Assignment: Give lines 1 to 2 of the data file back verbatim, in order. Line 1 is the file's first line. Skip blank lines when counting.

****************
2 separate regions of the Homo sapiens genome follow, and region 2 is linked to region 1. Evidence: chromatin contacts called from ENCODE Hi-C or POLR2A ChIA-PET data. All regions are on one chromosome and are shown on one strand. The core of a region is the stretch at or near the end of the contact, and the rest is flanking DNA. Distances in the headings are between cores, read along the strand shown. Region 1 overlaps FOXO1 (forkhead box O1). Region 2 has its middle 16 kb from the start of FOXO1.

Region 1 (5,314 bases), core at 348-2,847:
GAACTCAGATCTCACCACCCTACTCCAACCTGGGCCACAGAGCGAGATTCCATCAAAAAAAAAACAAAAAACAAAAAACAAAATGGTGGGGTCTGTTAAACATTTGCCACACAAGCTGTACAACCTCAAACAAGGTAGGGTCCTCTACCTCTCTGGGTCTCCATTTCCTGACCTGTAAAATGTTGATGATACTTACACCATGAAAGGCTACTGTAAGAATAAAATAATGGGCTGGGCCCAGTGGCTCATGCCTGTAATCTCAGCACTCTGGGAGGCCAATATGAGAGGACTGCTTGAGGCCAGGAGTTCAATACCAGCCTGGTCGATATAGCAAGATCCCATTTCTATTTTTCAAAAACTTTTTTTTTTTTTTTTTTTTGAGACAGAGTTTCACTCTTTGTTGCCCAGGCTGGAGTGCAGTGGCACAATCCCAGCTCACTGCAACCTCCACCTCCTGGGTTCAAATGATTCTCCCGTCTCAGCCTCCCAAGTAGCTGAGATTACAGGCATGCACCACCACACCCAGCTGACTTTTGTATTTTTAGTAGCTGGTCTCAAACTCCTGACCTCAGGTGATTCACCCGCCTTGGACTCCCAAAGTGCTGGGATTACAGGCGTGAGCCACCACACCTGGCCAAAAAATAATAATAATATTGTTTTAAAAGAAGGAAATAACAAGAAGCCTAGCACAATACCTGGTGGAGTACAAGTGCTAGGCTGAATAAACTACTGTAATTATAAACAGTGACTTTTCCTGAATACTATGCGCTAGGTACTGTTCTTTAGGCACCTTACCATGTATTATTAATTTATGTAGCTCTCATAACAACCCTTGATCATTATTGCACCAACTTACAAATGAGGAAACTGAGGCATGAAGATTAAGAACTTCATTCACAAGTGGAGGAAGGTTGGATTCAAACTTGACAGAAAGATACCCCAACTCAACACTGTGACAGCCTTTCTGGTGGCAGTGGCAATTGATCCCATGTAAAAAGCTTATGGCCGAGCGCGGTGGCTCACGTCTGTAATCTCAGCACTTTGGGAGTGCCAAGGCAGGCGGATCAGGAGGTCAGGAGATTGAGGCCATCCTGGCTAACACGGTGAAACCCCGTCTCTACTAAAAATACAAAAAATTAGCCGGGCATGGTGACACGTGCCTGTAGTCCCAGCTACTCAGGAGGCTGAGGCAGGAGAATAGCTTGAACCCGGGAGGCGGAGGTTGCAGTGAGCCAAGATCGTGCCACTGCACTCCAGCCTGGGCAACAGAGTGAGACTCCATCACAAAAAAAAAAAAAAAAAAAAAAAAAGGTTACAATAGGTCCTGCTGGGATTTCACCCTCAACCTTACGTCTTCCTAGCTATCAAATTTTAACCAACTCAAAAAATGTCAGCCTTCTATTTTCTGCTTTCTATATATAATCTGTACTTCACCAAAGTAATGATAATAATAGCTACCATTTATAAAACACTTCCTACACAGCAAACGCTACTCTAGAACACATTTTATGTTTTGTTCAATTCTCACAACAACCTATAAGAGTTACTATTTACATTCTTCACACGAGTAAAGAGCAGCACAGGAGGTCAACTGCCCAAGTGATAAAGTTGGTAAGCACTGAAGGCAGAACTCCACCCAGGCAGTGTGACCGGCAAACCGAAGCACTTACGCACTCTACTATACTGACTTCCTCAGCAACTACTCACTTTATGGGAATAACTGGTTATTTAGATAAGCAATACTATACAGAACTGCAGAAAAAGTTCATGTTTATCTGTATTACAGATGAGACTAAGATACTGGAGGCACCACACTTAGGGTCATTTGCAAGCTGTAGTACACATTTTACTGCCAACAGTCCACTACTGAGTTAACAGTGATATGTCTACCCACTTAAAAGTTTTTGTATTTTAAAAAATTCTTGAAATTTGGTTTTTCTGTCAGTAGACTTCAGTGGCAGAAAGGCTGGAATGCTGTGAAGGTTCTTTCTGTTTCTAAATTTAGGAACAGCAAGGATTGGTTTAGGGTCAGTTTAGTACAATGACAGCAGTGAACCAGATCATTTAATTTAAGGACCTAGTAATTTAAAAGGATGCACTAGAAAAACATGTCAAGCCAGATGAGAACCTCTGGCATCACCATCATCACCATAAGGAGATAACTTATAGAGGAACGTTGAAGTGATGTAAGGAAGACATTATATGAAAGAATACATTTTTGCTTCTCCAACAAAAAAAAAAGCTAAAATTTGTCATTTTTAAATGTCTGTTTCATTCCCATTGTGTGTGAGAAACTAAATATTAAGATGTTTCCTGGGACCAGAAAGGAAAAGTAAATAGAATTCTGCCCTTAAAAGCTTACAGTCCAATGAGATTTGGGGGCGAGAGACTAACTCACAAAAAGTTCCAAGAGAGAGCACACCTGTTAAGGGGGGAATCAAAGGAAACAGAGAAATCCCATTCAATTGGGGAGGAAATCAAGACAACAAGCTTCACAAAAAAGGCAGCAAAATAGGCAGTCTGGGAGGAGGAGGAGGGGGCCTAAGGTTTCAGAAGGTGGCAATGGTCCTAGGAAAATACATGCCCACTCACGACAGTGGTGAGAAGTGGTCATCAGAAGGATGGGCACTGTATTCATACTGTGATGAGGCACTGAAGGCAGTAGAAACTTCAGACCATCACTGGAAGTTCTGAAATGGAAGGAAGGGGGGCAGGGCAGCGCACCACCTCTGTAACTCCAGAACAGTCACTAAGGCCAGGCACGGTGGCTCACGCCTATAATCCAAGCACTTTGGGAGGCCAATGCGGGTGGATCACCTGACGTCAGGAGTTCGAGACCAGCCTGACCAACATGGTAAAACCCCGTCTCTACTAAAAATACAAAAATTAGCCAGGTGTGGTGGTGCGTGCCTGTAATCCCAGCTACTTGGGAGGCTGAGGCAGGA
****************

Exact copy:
2 separate regions of the Homo sapiens genome follow, and region 2 is linked to region 1. Evidence: chromatin contacts called from ENCODE Hi-C or POLR2A ChIA-PET data. All regions are on one chromosome and are shown on one strand. The core of a region is the stretch at or near the end of the contact, and the rest is flanking DNA. Distances in the headings are between cores, read along the strand shown. Region 1 overlaps FOXO1 (forkhead box O1). Region 2 has its middle 16 kb from the start of FOXO1.

Region 1 (5,314 bases), core at 348-2,847: